EX[S]PORTS is a partnership project funded by Creative Europe that will explore the relations between arts and sports sectors during 21 months of projects, events and residencies linking practitioners and audiences throughout three countries.
EX[S]PORTS partnership is driven forward by three partners, East Street Arts (Leeds, UK), L’Entorse (Lille, FR) and Vooruit (Ghent, BE). While drawing on their previous and successful collaborations, each partner will bring its experience, skills and network to the partnership.
Building bridges between arts and sports:
Across each of the three countries, a gap separating the world of art and sport has been identified and by excluding each other, these two spheres miss out on mutual improvement. EX[S]PORTS partnership aspires to put an end to this divide, and demonstrate the relevance and efficiency of creating bridges between arts and sports.
Firstly EX[S]PORTS will help the outstanding works stemming from the dialogue between contemporary arts and sport imaginaries to get the recognition they deserve. Then, sport being a vector of community involvement and belonging for 70 millions of European practitioners, establishing connection between arts and sports will enhance audience development and social inclusion. Finally the way EX[S]PORTS considers the sport sector through this partnership stands as an innovative model, and will open new resources and market opportunities for the creative economy.
EX[S]PORTS partners will celebrate the union of art and sport through three themes that reflect the cultural landscape, traditions and history that their cities share: Art and Bicycle, Watersports and Team sports & Identities. Each partner will allocate time and space for the creation or adaptation of projects responding to those themes, while involving local communities.
East Street Arts have matched UK artists Neville Gabie and Alan Ward with a research project based in Gent in Belgium that follows the story of a Women’s Football team, one of nine football stories linked to a commission by Cambridge City Council for the commemoration of the FA rules being agreed, which has set the bar for football, the world over. The work will take in nine stories from across the globe, including the unifying and uplifting power of football for Nelson Mandela and his contemporaries, held in Robin Island prison.
Newcastle artist Ilana Mitchell, known for her role as Artistic Director at live art festival “Wunderbar” in Newcastle, Ilana will work across Newcastle, Leeds, Manchester, Gent and Lille, to explore the relationship between football and public space, asking whose space is it? Her work will focus on recreational areas and make-shift concrete playing fields, that young people adopt as pop-up pitches for the beautiful game; exploring how often a sport made so accessible by its own rules and simplicity, is made so difficult by the rigidity of urban policy and the mantra of ‘Keep off the Grass’.
Projects that are work-in-progress include: Leeds Beckett Graphics lecturer Aiden Winterburn, working with his students to create a new football journal; Leeds collective ‘Invisible Flock’ commission by partner L’Entorse in Lille, to do a new work based on the sounds of the stadium creating a sound-art piece; and discussions are on-going with artist collective Leeds United to represent a sound piece.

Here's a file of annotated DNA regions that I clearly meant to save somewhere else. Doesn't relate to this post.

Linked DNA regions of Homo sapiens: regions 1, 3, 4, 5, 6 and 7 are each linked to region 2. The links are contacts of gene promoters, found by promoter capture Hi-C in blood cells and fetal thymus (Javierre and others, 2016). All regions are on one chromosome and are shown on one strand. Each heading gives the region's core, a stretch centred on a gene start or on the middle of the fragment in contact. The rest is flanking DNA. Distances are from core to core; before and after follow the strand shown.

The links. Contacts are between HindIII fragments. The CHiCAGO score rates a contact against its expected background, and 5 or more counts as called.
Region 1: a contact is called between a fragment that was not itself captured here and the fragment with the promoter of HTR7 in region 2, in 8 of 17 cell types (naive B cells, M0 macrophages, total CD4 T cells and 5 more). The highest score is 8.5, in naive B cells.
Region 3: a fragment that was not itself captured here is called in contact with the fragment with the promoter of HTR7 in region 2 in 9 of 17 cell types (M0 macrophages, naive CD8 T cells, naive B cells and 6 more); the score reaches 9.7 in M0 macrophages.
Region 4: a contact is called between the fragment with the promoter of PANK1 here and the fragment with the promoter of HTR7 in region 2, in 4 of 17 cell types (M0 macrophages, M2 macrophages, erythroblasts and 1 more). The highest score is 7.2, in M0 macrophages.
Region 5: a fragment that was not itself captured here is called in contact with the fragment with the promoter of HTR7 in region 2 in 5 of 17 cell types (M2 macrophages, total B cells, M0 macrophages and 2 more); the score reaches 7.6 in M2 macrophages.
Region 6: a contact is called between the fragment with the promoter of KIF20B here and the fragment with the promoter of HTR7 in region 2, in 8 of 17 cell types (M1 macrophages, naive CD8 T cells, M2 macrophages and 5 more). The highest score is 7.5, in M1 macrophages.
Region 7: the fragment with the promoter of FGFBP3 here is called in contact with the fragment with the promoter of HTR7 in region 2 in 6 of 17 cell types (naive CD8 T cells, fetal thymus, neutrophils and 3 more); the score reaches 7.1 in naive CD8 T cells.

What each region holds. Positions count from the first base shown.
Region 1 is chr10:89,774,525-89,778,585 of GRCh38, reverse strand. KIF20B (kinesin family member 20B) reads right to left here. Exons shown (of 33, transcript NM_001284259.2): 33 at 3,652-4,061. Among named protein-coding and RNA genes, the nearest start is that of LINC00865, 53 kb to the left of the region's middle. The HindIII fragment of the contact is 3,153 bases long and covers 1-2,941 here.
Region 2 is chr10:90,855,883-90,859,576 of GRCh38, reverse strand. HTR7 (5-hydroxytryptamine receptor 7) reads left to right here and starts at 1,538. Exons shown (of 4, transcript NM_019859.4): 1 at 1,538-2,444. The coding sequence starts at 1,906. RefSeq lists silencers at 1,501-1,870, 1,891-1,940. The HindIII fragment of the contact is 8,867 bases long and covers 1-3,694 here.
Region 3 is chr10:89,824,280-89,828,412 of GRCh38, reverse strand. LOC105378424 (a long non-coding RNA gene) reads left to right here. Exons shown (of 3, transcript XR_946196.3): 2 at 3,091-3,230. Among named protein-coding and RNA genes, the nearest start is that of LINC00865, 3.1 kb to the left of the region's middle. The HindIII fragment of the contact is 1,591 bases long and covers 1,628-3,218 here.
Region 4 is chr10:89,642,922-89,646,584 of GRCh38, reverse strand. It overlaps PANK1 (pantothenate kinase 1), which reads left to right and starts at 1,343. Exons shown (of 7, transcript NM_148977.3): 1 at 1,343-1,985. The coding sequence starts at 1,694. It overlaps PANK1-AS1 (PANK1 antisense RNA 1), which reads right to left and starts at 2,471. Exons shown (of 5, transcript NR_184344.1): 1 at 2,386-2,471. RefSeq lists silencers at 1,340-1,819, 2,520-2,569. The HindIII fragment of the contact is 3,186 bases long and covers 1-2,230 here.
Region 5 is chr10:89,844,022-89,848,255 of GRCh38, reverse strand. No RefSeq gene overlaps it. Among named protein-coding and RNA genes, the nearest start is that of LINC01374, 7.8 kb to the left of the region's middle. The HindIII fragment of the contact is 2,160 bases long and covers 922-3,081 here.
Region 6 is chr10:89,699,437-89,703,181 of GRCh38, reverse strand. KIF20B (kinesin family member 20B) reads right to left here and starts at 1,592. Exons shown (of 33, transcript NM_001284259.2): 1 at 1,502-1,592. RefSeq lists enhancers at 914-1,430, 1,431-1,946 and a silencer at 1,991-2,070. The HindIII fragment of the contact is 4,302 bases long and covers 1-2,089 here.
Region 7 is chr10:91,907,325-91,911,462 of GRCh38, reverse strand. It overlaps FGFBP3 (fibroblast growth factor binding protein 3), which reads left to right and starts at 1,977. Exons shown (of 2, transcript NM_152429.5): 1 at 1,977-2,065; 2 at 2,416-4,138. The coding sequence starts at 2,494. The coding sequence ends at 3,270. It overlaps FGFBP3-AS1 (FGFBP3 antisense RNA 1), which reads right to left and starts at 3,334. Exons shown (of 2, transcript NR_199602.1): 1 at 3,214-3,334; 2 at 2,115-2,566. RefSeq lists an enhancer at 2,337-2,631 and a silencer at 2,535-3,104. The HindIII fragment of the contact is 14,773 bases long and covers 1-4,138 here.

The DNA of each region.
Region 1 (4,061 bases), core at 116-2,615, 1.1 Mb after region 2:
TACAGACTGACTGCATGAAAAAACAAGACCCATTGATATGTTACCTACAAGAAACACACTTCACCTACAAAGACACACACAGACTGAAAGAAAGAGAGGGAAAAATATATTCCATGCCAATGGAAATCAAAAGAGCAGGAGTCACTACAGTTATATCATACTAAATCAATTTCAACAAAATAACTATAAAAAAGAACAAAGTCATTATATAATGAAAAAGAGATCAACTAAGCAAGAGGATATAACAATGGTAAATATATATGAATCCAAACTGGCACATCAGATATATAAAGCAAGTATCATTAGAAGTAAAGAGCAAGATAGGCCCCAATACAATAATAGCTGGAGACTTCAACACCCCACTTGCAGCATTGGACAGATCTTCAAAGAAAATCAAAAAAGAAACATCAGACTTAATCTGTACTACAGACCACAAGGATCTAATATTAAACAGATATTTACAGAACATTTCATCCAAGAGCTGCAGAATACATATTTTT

As part of this year’s ‘Breeze Arts Festival’ that runs from 23rd–30th July 2016 (planned and programmed by young people with activities for 11-19 year olds, to celebrate the creativity of young people across the city) East Street Arts will contribute a a print-making project to the programme – working with families in places such as Leeds Kirkgate Market and at the city’s summer festivals.
Although each project will create high profile, high quality new commissions and a strong research base to be taken forward into new projects; for Karen Watson (Artistic Director of East Street Arts) and her team it’s the relationships with, and learning from, European partners that proves to be the real benefit of the projects.
Karen commented “The project has highlighted areas where we can all learn from each other. East Street Arts brings strength in understanding how artists work and the nature of projects as they develop, where our partners in Lille and Gent are venues-based and have a much more rigid framework. We are used to managing artists and people, where European cities are much more accustomed to managing events, and shutting the city down for culture is second nature to them, where hosting and supporting the people involved in creating the piece is our big asset – there’s things we can each learn here.”
She continued “The big observation for us is in the management of a European funded project. The change in time zones, issues of currency and exchange rates can be the difference between success and failure. In Gent this is one of five EU-funded projects that Vooruit are managing. For Leeds to make the most of the opportunity presented by European Capital of Culture, there needs to be a greater understanding of, and capacity for, managing multiple international partnerships and projects of this nature.”
EX[S]PORTS will continue until January 2017